Amir Khan, maybe with one eye on a future date with Floyd Mayweather Jr, has refused to condemn the new WBC welterweight titleholder over his controversial fourth-round knockout of Victor Ortiz this past weekend.
Indeed, Khan, the WBA and IBF junior welterweight champion, admits he would have done exactly the same.
“You’ve got adrenaline pumping in the body and every fighter, when in the boxing ring, must always defend himself,” said the 24-year-old from Bolton, England. “You are there to fight. What Mayweather did in there was right, in my opinion. The ref did say, ’box on’.
“He might not have been looking at the two fighters, because he was looking outside the ring to check the clock was ticking, and that’s when Mayweather hit Ortiz with a left hook and a right hand.
“But even when he was hit with the first shot, the left hook, you could see Ortiz looking over at the referee — maybe thinking it was a foul and that he hadn‘t said, ‘box on’ — whereas really his hands should have gone straight up and he should have defended himself.
“Just before the knockout, Ortiz went in with his head. The reason he did that was because he was frustrated at not getting through the defenses of Mayweather. He had to try and hit him somehow. In a way, I think that’s when Mayweather thought, ’right, this is fight night and, you know what, I am going to teach this kid a lesson’.”
Despite his support for Mayweather, Khan, who meets IBF mandatory challenger Lamont Peterson on December 10 (venue to be confirmed), was less complimentary about his post-fight comments regarding a possible showdown with Manny Pacquiao. Mayweather claimed Pacquiao needs him more than he needs Pacquiao.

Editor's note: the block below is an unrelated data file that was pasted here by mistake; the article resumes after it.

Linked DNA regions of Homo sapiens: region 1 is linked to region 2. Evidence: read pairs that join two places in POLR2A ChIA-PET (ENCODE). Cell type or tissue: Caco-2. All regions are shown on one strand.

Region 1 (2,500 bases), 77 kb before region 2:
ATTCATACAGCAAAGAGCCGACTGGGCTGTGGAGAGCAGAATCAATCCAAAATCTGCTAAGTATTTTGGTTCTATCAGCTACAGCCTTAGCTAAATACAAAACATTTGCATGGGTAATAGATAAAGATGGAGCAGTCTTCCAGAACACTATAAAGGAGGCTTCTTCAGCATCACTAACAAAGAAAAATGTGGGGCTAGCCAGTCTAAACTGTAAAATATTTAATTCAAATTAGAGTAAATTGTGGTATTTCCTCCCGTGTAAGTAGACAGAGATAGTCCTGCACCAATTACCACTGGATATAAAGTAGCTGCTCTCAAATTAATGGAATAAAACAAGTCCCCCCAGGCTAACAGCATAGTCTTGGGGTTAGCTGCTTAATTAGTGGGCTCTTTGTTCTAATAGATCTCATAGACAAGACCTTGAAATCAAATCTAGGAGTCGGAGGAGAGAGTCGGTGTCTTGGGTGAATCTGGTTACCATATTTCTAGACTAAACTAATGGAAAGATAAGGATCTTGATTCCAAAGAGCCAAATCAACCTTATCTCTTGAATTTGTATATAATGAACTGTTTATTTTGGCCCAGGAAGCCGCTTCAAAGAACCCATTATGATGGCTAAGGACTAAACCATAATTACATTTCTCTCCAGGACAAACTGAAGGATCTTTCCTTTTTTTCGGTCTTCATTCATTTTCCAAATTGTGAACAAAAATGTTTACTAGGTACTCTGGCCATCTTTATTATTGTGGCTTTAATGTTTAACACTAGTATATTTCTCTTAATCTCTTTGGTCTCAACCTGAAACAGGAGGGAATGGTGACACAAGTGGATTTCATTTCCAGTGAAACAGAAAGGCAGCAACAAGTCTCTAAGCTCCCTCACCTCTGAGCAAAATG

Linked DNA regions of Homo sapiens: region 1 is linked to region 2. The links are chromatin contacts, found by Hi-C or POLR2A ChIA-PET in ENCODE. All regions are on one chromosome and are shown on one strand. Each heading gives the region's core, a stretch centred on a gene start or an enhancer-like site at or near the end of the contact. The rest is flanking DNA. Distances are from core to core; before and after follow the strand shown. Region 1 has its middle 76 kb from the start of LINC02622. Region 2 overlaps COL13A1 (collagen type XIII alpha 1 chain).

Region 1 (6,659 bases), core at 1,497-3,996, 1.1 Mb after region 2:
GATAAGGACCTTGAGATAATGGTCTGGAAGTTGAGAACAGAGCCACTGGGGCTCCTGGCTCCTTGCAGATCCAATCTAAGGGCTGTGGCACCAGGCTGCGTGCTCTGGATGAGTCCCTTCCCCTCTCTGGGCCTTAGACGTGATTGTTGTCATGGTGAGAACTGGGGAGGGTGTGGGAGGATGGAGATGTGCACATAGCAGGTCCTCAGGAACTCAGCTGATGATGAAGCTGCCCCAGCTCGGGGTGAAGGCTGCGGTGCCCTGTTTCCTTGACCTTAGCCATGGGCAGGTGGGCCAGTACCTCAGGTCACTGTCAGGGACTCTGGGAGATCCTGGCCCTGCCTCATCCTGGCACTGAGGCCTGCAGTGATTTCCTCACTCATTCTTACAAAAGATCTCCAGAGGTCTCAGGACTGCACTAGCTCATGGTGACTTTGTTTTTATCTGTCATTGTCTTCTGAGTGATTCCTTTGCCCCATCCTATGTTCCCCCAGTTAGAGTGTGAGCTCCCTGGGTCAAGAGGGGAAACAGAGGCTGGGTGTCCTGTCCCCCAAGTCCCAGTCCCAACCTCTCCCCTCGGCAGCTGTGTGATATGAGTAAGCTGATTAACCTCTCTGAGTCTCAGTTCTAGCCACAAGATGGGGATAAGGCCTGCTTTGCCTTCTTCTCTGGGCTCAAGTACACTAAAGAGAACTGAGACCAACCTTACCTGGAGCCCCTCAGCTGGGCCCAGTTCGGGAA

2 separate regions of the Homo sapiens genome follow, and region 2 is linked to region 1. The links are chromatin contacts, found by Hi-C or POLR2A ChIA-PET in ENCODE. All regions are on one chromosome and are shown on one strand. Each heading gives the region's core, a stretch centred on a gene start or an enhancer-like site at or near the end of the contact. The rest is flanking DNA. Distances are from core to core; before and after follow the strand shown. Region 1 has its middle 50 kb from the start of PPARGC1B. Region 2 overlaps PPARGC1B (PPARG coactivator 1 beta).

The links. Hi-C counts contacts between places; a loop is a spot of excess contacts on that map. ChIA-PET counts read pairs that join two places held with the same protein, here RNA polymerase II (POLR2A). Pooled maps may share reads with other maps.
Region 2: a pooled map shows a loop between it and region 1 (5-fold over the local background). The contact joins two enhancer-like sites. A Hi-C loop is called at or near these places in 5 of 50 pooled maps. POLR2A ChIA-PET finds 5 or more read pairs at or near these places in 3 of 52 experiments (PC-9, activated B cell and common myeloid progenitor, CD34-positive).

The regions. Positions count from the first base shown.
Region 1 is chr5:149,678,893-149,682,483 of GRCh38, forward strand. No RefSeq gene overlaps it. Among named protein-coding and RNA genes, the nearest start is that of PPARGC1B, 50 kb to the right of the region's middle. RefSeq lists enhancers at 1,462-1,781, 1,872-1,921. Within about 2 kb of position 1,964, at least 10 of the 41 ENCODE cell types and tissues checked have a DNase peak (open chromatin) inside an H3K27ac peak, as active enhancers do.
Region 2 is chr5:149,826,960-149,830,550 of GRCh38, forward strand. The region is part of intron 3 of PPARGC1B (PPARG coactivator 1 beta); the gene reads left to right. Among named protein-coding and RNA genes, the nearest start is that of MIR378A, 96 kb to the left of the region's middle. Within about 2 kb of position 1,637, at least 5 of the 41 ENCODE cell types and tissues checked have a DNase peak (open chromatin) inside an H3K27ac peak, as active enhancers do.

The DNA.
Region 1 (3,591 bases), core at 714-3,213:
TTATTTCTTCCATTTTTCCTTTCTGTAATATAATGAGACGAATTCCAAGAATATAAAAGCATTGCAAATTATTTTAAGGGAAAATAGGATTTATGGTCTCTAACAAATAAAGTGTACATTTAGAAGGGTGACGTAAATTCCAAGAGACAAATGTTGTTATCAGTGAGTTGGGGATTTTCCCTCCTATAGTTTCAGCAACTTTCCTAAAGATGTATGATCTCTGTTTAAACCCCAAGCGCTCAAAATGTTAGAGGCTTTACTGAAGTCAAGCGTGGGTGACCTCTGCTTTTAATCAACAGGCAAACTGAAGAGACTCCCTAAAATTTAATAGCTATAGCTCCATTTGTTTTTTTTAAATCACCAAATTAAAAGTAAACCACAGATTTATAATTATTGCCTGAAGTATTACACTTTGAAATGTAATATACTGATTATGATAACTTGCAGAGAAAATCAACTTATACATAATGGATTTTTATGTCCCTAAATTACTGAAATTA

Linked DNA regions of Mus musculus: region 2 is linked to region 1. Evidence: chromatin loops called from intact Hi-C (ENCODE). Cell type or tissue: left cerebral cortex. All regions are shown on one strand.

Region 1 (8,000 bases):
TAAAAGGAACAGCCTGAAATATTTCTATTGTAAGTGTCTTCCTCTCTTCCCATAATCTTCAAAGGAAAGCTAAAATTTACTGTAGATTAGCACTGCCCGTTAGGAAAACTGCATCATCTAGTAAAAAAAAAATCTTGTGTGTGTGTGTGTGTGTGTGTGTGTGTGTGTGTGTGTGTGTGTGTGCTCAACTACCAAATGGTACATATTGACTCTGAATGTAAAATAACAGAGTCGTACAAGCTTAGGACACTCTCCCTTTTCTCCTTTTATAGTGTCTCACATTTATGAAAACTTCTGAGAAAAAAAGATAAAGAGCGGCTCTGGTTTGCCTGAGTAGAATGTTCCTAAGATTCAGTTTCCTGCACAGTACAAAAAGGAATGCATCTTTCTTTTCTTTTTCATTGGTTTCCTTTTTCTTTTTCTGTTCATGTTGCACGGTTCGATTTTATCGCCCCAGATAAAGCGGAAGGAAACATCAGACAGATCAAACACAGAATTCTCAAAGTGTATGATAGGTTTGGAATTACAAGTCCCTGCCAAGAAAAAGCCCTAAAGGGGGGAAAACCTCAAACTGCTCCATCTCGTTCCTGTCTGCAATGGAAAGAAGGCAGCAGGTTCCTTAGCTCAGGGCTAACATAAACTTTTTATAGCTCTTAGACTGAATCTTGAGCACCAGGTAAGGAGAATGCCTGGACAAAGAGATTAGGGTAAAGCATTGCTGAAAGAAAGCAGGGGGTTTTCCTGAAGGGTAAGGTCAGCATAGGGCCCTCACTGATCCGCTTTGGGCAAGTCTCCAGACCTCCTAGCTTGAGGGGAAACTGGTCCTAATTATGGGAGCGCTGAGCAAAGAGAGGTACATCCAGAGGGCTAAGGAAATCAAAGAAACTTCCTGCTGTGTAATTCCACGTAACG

“I really think he is ducking him because Manny Pacquiao is a huge name in America. He gets huge pay-per-view numbers and, whoever he fights, he sells out the arena,” Khan said. “But I heard Mayweather versus Ortiz wasn’t even a sell out and there were a lot of tickets left. If that was Manny it would have been sold out straight away.
“I think Mayweather comes out with a lot of excuses. That’s what makes him. A lot of people hate him and watch him, wanting him to get beat. But there are a lot of people who love him as well. That’s just his character.”
As for his own chances of facing Mayweather (42-0, 26 knockouts), Khan, who will move up to welterweight in 2012, is focussing solely on the threat of Peterson (29-1-1, 15 knockouts).
“The pressure is on me because a lot of people keep talking about the big fights that are out there for me. But I can’t look that far ahead,” said Khan (26-1, 18 KOs). “I know I have to win against Peterson so it opens up doors and leads to bigger fights in the future. Peterson will be a tough fight. He got a draw with Ortiz and is the IBF mandatory challenger. I never go into any fight thinking it will be easy.”